Republican Senator: No Possible Victory or Loss in Iraq War

September 22, 2008 - 10:45 PM
"I have never believed the way to frame the outcome in Iraq is victory or loss," Sen. Chuck Hagel (R-Neb.) told <b>CNSNews.com. </b>
(CNSNews.com) - Progress in the Iraq war cannot be framed in the terms of victory or defeat, Sen. Chuck Hagel told CNSNews.com on Monday when asked if he believes victory in Iraq is possible.
 
“I have never believed the way to frame the outcome in Iraq is victory or loss,” Hagel told CNSNews.com after a speech he made at Georgetown University in Washington DC. “I mean victory what do you mean victory?  What will happen in Iraq is that the Iraqi people will decide what kind of country and what kind of government they want and that’s as it should be.”
 
“What do you win?” Hagel asked CNSNews.com. “What do you lose? I have never understood that and I have never framed our involvement in Iraq in that way.”
 
Throughout Monday’s speech, Hagel also was critical of the prospects of a military solution in Iraq.
 
“There is no military solution to Iraq,” said Hagel. “Of course there is not. There is no military solution to Afghanistan, there is no military solution to the Middle East.”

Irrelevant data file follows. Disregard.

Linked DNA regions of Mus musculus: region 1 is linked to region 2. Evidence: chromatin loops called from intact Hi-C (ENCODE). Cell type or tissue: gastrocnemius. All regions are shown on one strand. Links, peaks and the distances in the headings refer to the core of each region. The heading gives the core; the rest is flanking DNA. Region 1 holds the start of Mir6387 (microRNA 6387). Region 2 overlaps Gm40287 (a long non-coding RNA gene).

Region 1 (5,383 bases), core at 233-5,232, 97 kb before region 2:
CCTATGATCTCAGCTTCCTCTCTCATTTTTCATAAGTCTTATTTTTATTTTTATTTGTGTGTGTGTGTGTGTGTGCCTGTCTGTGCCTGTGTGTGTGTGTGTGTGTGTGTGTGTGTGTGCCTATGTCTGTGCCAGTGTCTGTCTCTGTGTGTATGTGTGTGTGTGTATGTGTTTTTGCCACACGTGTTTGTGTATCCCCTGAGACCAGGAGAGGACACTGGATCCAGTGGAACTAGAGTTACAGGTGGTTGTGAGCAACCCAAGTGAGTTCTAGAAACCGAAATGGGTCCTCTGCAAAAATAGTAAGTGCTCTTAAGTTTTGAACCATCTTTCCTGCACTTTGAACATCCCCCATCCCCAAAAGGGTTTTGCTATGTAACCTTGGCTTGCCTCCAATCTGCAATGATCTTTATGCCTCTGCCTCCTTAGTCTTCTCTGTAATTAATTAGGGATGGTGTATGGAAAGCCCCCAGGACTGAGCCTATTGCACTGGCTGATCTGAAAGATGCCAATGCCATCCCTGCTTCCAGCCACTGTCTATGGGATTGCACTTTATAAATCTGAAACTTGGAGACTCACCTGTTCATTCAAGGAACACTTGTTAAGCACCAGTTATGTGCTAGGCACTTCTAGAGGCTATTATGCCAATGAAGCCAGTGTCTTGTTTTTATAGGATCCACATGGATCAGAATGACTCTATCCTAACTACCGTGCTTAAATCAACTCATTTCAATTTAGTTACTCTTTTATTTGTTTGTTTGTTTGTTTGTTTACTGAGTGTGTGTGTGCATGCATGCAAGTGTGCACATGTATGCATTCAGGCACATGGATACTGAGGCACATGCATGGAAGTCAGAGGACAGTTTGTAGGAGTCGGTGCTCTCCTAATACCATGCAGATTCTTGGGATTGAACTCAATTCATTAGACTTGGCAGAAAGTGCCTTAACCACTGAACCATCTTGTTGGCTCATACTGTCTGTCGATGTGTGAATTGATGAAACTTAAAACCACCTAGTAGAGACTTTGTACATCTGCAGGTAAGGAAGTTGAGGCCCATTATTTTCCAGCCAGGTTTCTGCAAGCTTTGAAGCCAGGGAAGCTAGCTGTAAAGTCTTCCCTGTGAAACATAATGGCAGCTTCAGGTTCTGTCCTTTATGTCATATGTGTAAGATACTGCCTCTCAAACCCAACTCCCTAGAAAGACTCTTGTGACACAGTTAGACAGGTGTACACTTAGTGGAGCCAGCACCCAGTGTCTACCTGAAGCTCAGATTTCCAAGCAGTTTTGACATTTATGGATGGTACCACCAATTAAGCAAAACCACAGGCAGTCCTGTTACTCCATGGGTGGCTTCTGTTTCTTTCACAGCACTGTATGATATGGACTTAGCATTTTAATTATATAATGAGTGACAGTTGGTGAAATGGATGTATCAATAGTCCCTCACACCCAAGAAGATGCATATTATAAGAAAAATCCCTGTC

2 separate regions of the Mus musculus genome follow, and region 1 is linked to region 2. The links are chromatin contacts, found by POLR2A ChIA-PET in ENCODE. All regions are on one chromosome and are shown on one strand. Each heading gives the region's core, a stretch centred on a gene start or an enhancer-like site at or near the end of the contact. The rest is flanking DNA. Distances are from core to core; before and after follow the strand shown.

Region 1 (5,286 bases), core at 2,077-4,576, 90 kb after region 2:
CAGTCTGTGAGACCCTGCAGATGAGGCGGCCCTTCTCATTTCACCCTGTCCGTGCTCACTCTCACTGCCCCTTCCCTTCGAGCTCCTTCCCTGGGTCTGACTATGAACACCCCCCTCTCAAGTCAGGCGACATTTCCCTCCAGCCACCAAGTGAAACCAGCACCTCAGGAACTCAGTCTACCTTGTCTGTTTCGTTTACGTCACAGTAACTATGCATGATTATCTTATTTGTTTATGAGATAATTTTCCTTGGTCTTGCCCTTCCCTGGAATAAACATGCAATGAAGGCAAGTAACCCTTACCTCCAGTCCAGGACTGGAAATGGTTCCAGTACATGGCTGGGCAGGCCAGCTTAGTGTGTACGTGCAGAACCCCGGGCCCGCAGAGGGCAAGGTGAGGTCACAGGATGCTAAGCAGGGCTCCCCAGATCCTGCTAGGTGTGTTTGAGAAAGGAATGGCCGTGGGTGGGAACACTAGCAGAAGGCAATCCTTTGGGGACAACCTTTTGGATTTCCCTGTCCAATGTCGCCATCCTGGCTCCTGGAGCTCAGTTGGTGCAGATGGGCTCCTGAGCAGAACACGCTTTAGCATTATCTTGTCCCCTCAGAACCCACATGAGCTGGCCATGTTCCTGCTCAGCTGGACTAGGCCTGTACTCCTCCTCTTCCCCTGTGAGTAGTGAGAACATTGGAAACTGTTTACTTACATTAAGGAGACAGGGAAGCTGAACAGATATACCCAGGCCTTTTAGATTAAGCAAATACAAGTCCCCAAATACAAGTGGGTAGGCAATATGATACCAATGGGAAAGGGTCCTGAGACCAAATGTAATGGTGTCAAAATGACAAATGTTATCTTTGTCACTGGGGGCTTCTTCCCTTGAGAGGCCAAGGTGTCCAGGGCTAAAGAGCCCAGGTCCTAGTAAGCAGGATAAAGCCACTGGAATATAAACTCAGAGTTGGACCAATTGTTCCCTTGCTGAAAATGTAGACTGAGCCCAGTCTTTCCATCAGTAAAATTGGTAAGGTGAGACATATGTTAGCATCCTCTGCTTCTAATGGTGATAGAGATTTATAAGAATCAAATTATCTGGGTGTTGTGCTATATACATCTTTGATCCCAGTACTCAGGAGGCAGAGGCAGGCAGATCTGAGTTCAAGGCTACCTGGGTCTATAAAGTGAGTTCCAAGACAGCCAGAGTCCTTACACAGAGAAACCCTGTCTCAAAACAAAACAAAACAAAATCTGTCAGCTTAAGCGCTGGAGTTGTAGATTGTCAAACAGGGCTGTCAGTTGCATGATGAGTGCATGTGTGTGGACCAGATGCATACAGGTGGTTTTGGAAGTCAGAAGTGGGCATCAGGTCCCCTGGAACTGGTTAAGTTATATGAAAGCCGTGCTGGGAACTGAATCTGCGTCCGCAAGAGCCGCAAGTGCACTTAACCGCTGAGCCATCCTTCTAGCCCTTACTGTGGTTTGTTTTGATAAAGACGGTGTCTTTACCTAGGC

In October 2002, Hagel voted in favor of authorizing the use of military force against Iraq.
 
In his speech on Monday, Hagel also faulted the war for its cost in American lives and to the American economy, and he said the reversal of the surge is not happening quickly enough.
 
“The war has taken a tremendous toll on our nation both in blood and treasure,” said Hagel. “The fact is we have more troops in Iraq today than we had before this so called ‘surge.’ There is some inconsistency about claiming the surge was a ‘great success’ with no corresponding reality of pulling down the troops levels.”
 
Hagel added that even if Bush pulls out 8,000 soldiers, there still will be more troops in Iraq than there were before the surge.
 
Hagel, who has become one of the most prominent Republican voices opposing the U.S. presence in Iraq, has not yet endorsed a candidate for the 2008 presidential election.
 
“Ralph Nader,” Hagel replied in jest when a member of the Georgetown audience asked him "who amongst the candidates has the best policy and vision for America."
 
The British Sunday Times reported on March 2, that sources within the Obama campaign said they were considering Hagel for a senior-level position such as defense secretary.
 
But Hagel did not respond when an audience member asked him if he planned to accept a position in the Obama administration.